Update: As Hurricane Gustav heads for the Gulf Coast, so does John McCain, his wife Cindy and his new running mate Palin - along with Secret Service agents and a "select" press pool. Why? As we all remember, McCain spent Hurricane Katrina laughing over birthday cake with President Bush.
As Will Thomas of Talking Points Memo points out, "...neither McCain nor Palin offer any unique advantage to New Orleans with their presence -- they are not Southern politicians, they don't have any particularly useful contacts in the area and they aren't emergency responders. (Meanwhile, Obama will not travel to the region but has said he will use his fundraiser lists to coordinate volunteers once damage is assessed.) However, McCain could be particularly helpful from his Senate position, if he so chose.
"And if visiting a possible emergency site to "check on preparations" (as the campaign refers to it) doesn't bother you particularly, consider this line from Politico yesterday: "McCain was scheduled to deliver his acceptance speech Thursday but now may do so from the devastation zone if the storm hits the U.S. coast with the ferocity feared by forecasters."
For those Republicans who think Sarah Palin's nomination as John McCain's running mate is some sort of consolation prize after Hillary Clinton didn't win the Democratic nomination, consider the vast differences between the two women.
As a woman named Christine emailed to CNN's Jack Cafferty, “I am a true-Bill-Hillary — a true-blue Hillary supporter, but I am sure — I’m sure Hillary did not mean to put 18 million cracks in the glass ceiling, so that a pro-life, pro-gun, homeschooling nobody from the frozen tundra of Alaska could slide in.”
Meanwhile, presidential scholars say Palin is probably the least experienced presidential candidate in modern history.
In the Washington Post, John Podesta, chief of staff to President Bill Clinton and president of the Center for American Progress Action Fund, writes:
"A potential vice president with the ideology of Dick Cheney and fewer qualifications than Dan Quayle should send arctic shivers up our spines.
"Vice presidents matter. In our history, nine have become president when the sitting commander in chief unexpectedly died or resigned. McCain, a 72-year-old cancer survivor, may be rolling the dice to grab a chunk of Hillary Clinton's voters, but he is asking all of us to gamble on Sarah Palin if she were to become president at a time of national crisis.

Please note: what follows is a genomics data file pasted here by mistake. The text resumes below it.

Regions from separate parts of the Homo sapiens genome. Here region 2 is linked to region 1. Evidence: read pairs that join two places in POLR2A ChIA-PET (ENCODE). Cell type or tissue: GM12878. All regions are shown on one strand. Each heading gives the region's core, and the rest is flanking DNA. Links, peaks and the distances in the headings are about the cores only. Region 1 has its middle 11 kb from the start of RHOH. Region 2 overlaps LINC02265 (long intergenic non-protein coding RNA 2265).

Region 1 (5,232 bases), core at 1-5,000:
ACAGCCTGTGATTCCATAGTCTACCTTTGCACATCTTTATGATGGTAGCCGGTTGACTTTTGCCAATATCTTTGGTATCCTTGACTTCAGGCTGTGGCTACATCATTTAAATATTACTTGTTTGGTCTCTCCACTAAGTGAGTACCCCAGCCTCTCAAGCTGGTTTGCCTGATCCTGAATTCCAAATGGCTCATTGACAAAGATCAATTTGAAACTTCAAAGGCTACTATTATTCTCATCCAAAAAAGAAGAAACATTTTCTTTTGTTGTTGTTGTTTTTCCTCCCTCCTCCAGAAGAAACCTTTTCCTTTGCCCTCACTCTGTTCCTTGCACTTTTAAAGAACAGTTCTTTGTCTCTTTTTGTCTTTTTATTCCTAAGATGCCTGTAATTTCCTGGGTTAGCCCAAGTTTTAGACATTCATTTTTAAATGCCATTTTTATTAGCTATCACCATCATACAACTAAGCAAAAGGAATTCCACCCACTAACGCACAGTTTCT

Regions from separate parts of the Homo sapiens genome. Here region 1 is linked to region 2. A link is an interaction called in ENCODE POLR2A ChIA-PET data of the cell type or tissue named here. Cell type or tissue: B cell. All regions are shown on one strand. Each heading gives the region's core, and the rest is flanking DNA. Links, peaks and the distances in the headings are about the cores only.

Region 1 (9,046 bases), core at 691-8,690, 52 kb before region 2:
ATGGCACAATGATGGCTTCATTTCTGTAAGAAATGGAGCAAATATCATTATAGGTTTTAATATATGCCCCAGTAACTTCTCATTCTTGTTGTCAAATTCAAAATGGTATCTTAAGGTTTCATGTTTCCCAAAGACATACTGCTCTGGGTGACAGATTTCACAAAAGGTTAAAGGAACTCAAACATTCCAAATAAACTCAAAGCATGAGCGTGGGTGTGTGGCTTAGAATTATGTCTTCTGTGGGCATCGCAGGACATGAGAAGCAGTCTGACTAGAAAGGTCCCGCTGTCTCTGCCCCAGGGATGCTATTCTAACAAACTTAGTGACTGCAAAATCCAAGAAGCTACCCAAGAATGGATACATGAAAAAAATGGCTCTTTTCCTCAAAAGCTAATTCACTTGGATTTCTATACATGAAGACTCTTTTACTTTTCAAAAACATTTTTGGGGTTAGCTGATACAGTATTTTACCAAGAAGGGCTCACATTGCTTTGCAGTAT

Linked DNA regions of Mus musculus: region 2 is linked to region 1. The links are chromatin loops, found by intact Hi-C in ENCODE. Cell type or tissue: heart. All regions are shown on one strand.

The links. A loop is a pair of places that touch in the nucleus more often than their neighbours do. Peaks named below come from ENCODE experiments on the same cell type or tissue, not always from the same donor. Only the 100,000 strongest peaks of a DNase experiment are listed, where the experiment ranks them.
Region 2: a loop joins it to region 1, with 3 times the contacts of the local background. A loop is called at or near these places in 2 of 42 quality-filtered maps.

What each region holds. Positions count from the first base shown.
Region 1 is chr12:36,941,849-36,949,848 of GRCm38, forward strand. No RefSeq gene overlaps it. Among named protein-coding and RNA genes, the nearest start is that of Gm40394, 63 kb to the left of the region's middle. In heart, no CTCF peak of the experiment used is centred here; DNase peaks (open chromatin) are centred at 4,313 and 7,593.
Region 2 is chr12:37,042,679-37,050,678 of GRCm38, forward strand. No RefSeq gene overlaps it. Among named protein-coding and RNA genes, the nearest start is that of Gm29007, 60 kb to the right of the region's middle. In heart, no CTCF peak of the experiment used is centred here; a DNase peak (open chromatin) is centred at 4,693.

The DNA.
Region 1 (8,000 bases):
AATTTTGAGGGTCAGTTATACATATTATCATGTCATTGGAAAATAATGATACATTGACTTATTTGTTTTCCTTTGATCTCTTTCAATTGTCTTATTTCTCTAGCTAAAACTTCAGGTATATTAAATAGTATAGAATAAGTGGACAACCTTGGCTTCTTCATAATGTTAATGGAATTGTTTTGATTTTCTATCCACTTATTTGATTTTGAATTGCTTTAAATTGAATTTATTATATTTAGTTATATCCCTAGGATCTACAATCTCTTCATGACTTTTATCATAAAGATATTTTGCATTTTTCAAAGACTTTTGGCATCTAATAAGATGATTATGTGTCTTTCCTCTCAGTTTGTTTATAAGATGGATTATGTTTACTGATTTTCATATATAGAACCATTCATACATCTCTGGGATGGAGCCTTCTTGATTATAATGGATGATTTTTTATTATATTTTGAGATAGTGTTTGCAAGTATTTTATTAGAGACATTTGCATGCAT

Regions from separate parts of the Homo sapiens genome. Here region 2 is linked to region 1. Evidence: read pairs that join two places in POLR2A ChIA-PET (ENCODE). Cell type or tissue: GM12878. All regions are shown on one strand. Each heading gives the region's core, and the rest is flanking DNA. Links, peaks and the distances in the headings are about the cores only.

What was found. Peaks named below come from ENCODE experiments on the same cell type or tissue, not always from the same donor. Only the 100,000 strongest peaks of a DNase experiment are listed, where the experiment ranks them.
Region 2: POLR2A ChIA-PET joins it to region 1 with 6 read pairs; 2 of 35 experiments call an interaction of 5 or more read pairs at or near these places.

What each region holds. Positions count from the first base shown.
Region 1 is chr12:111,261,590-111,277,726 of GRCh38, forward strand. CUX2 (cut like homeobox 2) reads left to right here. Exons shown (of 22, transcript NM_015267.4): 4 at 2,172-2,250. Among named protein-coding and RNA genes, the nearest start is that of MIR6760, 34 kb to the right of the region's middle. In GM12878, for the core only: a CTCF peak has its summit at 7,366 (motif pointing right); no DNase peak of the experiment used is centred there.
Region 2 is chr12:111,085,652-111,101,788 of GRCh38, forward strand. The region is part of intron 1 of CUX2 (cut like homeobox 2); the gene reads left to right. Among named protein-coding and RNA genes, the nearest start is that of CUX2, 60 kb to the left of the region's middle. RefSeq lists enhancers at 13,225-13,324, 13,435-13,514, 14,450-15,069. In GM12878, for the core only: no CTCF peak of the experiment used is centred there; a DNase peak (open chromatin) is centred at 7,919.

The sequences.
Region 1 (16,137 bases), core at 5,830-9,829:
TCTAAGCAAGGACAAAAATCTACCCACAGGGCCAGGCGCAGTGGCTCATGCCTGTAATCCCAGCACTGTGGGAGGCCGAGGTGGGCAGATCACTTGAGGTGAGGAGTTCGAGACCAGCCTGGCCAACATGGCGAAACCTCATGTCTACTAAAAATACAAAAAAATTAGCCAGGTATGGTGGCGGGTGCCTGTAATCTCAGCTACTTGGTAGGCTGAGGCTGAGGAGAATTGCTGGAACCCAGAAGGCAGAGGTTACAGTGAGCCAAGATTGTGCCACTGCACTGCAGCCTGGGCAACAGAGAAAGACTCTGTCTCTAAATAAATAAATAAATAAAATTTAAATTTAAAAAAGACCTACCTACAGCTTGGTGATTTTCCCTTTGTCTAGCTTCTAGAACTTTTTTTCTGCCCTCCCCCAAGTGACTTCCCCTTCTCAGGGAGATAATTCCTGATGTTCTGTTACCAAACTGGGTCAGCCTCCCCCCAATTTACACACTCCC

"McCain himself said this spring: "In all due respect he does not understand . . . the fundamental elements of national security and warfare." He could have been discussing his running mate. The former mayor of Wasilla, population 8,471, has no national security experience. She has been governor only two years. And her instincts on domestic and security policy are troubling.
"While we sit on only three percent of the world's oil reserves, Palin thinks we can drill our way out of our oil addiction by exploiting the Arctic National Wildlife Refuge. When we should be protecting the climate, she is suing the United States to prevent protections for polar bears threatened by global warming. When we need to clean up Washington, she is vocally defending Sen. Ted Stevens."
Here's Palin with disgraced Alaska Senator Ted Stevens. Palin, curently under investigation for improperly firing a state employee, scrubbed another video - in which Stevens endorsed her for governor - from her website. Palin also added numerous comments to her Wikipedia entry, including "eye-popping integrity" and "most popular governor in America," quotes repeatedly used by one of McCain's female surrogates, appearing on CNN's Larry King Live. With every question King or James Carville asked about Palin's qualifications, the McCain defender used the same responses, over and over. Apparently, the Wikipedia entry was the only information she had about Palin.
Some interesting background about Palin's "executive" decisions involving a local dairy here.